Table 1 Specialty categories comprising more than one speciality

Pharmacies: Following data are available and will be collected: pharmacies name, owner’s name, street, postal code, city and gender.

Hospital: Following data will be collected: hospital name, street, postal code, and city.

Data anonymization

Unique identification numbers (ID) will be assigned to comply with data protection and anonymization. Solely the primary practice will remain within the list, double or triple entries of a single physician (up to 2 branch offices per physician are allowed) will be excluded.

Data of SES on district level

To describe the demographic and socioeconomic characteristics of the study subjects’ neighborhood, official city districts are defined in this project as practices’ environments/neighborhoods. The districts’ population is described by annual-based published reports on their sociological, demographical, and economical characteristics.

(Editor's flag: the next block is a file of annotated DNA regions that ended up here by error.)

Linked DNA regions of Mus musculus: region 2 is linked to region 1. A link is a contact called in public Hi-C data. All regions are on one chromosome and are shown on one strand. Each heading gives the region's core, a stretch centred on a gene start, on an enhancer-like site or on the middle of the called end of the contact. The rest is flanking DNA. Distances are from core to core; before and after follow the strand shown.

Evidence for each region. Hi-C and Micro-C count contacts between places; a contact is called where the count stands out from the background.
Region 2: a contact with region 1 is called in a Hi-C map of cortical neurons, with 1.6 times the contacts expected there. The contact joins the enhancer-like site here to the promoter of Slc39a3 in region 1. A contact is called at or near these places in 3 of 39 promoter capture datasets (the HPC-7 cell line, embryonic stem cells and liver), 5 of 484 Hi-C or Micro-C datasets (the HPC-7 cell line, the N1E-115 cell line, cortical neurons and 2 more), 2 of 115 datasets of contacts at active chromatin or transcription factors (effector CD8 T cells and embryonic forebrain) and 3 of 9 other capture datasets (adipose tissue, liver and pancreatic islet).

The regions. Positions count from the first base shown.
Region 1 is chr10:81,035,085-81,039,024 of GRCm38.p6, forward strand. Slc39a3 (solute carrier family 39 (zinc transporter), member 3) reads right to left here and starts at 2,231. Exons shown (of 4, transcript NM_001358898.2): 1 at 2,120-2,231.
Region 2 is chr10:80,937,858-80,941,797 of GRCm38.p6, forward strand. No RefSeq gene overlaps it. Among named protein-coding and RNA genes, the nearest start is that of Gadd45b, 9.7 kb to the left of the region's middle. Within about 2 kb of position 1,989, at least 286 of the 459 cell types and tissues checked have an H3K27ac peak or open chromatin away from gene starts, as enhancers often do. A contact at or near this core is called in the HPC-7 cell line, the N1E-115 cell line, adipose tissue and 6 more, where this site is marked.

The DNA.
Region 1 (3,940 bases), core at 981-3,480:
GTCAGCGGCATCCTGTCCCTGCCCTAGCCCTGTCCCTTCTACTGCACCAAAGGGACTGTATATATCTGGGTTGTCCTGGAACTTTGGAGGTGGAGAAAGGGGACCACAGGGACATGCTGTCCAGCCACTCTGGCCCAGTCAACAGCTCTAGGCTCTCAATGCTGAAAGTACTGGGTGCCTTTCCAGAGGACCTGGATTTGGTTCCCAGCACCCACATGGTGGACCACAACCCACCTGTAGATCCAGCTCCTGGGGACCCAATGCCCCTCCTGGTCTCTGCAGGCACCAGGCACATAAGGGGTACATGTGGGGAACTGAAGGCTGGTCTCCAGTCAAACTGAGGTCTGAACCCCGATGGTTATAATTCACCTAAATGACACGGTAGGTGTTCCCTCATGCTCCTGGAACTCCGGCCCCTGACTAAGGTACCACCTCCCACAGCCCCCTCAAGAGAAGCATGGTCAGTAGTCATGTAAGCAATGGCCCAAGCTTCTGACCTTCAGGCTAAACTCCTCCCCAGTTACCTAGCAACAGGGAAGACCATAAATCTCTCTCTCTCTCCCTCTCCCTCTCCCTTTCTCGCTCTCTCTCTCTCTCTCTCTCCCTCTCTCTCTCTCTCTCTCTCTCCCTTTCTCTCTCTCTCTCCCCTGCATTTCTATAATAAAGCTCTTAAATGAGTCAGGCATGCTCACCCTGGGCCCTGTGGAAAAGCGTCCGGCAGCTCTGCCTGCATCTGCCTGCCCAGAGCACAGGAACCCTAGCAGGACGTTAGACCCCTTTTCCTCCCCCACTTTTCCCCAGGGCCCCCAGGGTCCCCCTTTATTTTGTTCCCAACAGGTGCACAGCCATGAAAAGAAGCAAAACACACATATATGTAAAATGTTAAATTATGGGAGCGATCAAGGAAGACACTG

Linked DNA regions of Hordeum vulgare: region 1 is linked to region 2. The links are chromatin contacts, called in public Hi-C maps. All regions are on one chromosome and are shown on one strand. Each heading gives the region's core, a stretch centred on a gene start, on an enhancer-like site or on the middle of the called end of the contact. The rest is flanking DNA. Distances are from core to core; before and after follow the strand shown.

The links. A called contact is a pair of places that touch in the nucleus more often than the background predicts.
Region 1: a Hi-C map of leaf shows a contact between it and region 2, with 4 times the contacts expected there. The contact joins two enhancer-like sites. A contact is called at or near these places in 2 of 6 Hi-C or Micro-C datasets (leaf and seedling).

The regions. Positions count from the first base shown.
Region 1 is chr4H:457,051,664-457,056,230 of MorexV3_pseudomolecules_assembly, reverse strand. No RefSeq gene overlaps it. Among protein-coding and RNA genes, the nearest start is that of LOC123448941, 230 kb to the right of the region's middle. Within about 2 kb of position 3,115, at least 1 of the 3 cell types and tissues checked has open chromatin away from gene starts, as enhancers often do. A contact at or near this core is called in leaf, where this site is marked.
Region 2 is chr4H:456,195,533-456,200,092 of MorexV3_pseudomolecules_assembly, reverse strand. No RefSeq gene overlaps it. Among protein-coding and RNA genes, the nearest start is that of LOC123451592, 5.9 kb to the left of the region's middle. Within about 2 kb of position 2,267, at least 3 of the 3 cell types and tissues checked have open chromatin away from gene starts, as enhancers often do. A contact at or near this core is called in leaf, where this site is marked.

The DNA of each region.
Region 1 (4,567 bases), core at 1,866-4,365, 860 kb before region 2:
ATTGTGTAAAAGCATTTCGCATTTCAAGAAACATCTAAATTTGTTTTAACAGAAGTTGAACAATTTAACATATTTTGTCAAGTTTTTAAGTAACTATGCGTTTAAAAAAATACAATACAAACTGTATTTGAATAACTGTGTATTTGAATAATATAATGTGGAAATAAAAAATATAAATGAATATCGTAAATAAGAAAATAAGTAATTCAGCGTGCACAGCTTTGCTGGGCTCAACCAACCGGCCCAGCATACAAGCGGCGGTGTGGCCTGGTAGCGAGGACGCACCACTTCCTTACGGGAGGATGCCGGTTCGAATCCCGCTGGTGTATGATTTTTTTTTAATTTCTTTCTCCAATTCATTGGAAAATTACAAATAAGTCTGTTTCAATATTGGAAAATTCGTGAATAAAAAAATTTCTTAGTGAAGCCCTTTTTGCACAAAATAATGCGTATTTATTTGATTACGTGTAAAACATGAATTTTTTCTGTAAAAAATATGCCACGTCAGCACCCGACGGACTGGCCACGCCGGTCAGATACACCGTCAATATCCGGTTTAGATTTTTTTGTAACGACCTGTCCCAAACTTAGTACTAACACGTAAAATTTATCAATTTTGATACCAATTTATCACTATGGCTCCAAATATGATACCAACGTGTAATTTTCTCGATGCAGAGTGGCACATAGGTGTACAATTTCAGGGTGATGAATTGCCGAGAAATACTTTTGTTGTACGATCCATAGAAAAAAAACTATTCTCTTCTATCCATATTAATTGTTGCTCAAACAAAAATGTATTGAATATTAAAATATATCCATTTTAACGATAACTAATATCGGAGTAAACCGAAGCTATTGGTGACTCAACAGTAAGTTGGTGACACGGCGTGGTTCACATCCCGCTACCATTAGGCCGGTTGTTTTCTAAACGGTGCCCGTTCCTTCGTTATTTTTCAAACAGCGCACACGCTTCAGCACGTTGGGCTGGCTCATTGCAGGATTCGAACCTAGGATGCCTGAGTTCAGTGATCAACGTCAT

Data (such as migration background) are publically available from the corresponding bureau of urban development and statistics. For each metropolis the smallest statistical areas/districts are depicted, where population data are available on a regular basis. The smaller the chosen districts, the more precise intra-city population structure will be reflected. Data of SES will be assigned to the study subjects’ location according to district boundaries via geographical information system (GIS) methods.

Geographical information system (GIS) methods

City districts will be assigned to the physicians’ entries utilizing geographical information system (GIS) software using district shapefiles. For geospatial analyses the OpenJump [31] and QGIS [32] software will be used. All data will be generated, purchased or reformatted in/to the ESRI shapefile format, based on the World Geodetic System 1984 (WGS 84, EPSG:4326). Most German cities administrative bureaus provide districts, buildings and roads shapefiles. If district digital maps are not available, the internet-based tracking software GPSies [33] will be used in combination with an official district map of the respective city. Collected city districts’ social indicator values will be imported as attributes from an Excel-generated csv-text file. Integration of those indicator values enables their visualization by graduated colored maps.